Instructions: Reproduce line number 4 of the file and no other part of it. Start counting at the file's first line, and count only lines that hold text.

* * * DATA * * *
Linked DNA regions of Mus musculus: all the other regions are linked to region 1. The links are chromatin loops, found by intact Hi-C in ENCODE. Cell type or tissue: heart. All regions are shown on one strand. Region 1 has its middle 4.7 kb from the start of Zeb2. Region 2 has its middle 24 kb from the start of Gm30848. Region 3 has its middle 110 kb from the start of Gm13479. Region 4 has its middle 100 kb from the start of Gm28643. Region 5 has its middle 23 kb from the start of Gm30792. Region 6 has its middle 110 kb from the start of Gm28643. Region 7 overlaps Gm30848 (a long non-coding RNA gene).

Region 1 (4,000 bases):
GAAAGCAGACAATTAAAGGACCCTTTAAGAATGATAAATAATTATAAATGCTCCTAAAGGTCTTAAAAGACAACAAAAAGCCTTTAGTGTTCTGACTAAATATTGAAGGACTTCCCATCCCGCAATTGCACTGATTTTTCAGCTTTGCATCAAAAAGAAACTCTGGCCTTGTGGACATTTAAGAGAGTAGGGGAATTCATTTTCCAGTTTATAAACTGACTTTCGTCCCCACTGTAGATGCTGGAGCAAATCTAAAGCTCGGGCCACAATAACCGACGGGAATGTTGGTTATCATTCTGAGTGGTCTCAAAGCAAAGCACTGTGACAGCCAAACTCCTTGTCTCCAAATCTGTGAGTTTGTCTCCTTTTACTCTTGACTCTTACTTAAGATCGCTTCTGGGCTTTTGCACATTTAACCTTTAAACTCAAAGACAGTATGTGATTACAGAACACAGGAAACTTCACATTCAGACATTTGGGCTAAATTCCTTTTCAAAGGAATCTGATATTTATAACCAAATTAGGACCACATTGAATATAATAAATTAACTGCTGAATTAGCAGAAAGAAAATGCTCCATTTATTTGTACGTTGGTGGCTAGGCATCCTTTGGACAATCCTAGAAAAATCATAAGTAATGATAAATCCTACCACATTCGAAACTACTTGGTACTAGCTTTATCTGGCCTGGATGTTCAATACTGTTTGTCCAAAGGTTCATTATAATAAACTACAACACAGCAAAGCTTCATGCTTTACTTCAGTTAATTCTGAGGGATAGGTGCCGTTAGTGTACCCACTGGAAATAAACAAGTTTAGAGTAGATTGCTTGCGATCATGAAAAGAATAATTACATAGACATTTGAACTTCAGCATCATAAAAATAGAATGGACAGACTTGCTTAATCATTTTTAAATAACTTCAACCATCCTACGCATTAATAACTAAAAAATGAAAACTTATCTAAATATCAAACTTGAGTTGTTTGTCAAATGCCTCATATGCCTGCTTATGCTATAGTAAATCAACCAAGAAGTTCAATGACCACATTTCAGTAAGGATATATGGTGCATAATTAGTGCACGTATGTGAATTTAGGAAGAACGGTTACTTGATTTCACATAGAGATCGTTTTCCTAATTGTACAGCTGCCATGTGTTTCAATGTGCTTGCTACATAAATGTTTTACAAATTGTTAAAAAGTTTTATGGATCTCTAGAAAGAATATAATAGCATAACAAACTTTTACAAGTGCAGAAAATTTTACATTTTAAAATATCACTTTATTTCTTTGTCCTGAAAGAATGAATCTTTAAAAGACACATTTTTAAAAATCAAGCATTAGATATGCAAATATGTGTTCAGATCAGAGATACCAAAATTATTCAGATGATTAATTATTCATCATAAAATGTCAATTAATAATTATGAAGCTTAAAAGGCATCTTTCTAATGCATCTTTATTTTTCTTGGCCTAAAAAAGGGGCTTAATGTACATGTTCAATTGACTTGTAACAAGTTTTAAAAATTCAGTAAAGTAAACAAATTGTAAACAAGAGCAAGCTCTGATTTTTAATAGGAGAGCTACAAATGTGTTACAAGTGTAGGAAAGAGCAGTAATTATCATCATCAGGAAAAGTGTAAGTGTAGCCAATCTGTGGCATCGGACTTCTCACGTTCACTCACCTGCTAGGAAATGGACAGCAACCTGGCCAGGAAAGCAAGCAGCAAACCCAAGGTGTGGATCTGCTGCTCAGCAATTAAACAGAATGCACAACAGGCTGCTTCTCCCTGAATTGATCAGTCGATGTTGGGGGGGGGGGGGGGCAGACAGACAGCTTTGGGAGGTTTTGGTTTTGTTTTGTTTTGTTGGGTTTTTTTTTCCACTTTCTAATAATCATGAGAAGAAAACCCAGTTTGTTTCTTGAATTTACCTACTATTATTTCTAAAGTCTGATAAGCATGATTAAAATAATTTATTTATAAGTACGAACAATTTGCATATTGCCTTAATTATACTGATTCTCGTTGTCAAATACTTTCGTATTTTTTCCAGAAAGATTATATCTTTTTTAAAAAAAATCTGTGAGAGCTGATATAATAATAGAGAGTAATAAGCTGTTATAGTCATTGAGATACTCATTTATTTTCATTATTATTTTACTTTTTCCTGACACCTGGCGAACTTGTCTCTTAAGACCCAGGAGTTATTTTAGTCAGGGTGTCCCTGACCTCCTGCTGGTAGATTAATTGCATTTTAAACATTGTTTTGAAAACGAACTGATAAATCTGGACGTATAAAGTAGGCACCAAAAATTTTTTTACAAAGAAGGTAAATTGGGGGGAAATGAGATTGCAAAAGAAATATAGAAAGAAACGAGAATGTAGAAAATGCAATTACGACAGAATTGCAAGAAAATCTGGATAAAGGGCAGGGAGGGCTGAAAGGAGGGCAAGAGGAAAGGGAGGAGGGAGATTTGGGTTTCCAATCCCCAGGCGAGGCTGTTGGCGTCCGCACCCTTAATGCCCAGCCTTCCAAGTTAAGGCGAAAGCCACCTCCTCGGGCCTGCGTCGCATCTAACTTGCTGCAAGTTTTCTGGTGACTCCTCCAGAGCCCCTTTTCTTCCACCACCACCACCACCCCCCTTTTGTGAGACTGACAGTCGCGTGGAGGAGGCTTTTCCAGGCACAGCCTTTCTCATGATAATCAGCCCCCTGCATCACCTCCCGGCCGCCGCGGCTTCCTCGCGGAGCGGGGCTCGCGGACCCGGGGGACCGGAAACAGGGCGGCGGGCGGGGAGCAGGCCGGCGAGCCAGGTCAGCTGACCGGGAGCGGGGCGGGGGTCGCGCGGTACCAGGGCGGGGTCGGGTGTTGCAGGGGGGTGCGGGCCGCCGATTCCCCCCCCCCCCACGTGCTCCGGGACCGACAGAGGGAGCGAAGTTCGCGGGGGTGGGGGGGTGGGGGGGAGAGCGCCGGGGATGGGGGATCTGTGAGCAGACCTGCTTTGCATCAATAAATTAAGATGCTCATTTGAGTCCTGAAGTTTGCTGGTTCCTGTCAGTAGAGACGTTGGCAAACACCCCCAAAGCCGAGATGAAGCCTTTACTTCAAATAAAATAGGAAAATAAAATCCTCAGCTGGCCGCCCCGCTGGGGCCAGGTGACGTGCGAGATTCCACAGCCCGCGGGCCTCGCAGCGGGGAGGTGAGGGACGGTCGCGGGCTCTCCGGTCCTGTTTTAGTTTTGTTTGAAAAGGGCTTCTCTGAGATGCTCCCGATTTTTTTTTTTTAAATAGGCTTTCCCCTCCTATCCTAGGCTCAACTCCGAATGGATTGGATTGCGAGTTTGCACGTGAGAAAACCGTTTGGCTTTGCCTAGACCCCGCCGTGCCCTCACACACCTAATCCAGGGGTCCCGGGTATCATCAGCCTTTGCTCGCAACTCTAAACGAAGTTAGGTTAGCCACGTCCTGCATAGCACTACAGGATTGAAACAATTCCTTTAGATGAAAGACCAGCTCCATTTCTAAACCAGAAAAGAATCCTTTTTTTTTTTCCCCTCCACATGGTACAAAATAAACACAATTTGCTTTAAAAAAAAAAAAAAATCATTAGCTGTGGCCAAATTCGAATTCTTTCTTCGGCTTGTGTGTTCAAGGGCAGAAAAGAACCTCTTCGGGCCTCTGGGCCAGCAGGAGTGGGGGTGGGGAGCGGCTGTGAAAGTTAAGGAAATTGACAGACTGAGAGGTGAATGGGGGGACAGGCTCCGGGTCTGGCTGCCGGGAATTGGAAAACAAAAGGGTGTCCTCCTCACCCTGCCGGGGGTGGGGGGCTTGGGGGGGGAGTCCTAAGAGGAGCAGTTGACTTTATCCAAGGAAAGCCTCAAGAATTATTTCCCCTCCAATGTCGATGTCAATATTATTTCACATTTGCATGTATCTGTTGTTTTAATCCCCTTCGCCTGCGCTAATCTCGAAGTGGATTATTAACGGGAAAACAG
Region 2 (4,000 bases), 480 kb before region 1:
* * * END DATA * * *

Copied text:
Region 2 (4,000 bases), 480 kb before region 1: